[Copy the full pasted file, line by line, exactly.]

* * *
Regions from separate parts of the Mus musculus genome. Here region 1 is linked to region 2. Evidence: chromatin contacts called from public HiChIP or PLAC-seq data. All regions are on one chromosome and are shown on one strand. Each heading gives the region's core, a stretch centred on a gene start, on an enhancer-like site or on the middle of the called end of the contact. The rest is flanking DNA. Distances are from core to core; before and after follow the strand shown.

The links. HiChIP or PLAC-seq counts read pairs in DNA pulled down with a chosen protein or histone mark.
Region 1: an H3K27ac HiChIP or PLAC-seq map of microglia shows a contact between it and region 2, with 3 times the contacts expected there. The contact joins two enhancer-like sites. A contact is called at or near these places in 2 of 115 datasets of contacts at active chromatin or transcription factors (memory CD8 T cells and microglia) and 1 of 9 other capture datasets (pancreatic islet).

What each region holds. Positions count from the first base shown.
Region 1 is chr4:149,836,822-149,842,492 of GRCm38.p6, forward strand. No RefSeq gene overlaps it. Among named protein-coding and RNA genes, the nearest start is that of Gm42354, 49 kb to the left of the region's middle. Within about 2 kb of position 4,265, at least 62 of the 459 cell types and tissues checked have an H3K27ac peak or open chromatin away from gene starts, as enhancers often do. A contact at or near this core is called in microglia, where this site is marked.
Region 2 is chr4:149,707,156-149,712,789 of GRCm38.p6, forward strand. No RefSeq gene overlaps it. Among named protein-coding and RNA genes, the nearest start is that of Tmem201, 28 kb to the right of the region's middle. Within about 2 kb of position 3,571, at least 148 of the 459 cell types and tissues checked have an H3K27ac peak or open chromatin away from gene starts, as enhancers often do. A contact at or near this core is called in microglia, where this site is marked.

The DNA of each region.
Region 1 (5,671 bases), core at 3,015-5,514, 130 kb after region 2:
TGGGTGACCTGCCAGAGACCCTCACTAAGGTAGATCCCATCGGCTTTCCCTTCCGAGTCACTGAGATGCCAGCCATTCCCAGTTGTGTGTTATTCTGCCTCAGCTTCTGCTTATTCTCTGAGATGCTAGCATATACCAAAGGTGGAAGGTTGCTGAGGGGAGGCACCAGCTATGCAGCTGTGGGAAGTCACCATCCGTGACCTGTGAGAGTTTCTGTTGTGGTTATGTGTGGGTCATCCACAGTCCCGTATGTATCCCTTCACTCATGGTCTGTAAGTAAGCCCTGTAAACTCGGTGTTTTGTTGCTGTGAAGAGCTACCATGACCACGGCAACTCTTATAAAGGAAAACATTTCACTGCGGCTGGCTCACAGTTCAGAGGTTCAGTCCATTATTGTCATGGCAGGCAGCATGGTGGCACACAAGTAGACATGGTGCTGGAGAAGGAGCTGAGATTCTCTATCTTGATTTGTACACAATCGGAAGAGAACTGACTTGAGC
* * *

Regions from separate parts of the Mus musculus genome. Here region 1 is linked to region 2. Evidence: chromatin contacts called from public HiChIP or PLAC-seq data. All regions are on one chromosome and are shown on one strand. Each heading gives the region's core, a stretch centred on a gene start, on an enhancer-like site or on the middle of the called end of the contact. The rest is flanking DNA. Distances are from core to core; before and after follow the strand shown.

The links. HiChIP or PLAC-seq counts read pairs in DNA pulled down with a chosen protein or histone mark.
Region 1: an H3K27ac HiChIP or PLAC-seq map of microglia shows a contact between it and region 2, with 3 times the contacts expected there. The contact joins two enhancer-like sites. A contact is called at or near these places in 2 of 115 datasets of contacts at active chromatin or transcription factors (memory CD8 T cells and microglia) and 1 of 9 other capture datasets (pancreatic islet).

What each region holds. Positions count from the first base shown.
Region 1 is chr4:149,836,822-149,842,492 of GRCm38.p6, forward strand. No RefSeq gene overlaps it. Among named protein-coding and RNA genes, the nearest start is that of Gm42354, 49 kb to the left of the region's middle. Within about 2 kb of position 4,265, at least 62 of the 459 cell types and tissues checked have an H3K27ac peak or open chromatin away from gene starts, as enhancers often do. A contact at or near this core is called in microglia, where this site is marked.
Region 2 is chr4:149,707,156-149,712,789 of GRCm38.p6, forward strand. No RefSeq gene overlaps it. Among named protein-coding and RNA genes, the nearest start is that of Tmem201, 28 kb to the right of the region's middle. Within about 2 kb of position 3,571, at least 148 of the 459 cell types and tissues checked have an H3K27ac peak or open chromatin away from gene starts, as enhancers often do. A contact at or near this core is called in microglia, where this site is marked.

The DNA of each region.
Region 1 (5,671 bases), core at 3,015-5,514, 130 kb after region 2:
TGGGTGACCTGCCAGAGACCCTCACTAAGGTAGATCCCATCGGCTTTCCCTTCCGAGTCACTGAGATGCCAGCCATTCCCAGTTGTGTGTTATTCTGCCTCAGCTTCTGCTTATTCTCTGAGATGCTAGCATATACCAAAGGTGGAAGGTTGCTGAGGGGAGGCACCAGCTATGCAGCTGTGGGAAGTCACCATCCGTGACCTGTGAGAGTTTCTGTTGTGGTTATGTGTGGGTCATCCACAGTCCCGTATGTATCCCTTCACTCATGGTCTGTAAGTAAGCCCTGTAAACTCGGTGTTTTGTTGCTGTGAAGAGCTACCATGACCACGGCAACTCTTATAAAGGAAAACATTTCACTGCGGCTGGCTCACAGTTCAGAGGTTCAGTCCATTATTGTCATGGCAGGCAGCATGGTGGCACACAAGTAGACATGGTGCTGGAGAAGGAGCTGAGATTCTCTATCTTGATTTGTACACAATCGGAAGAGAACTGACTTGAGC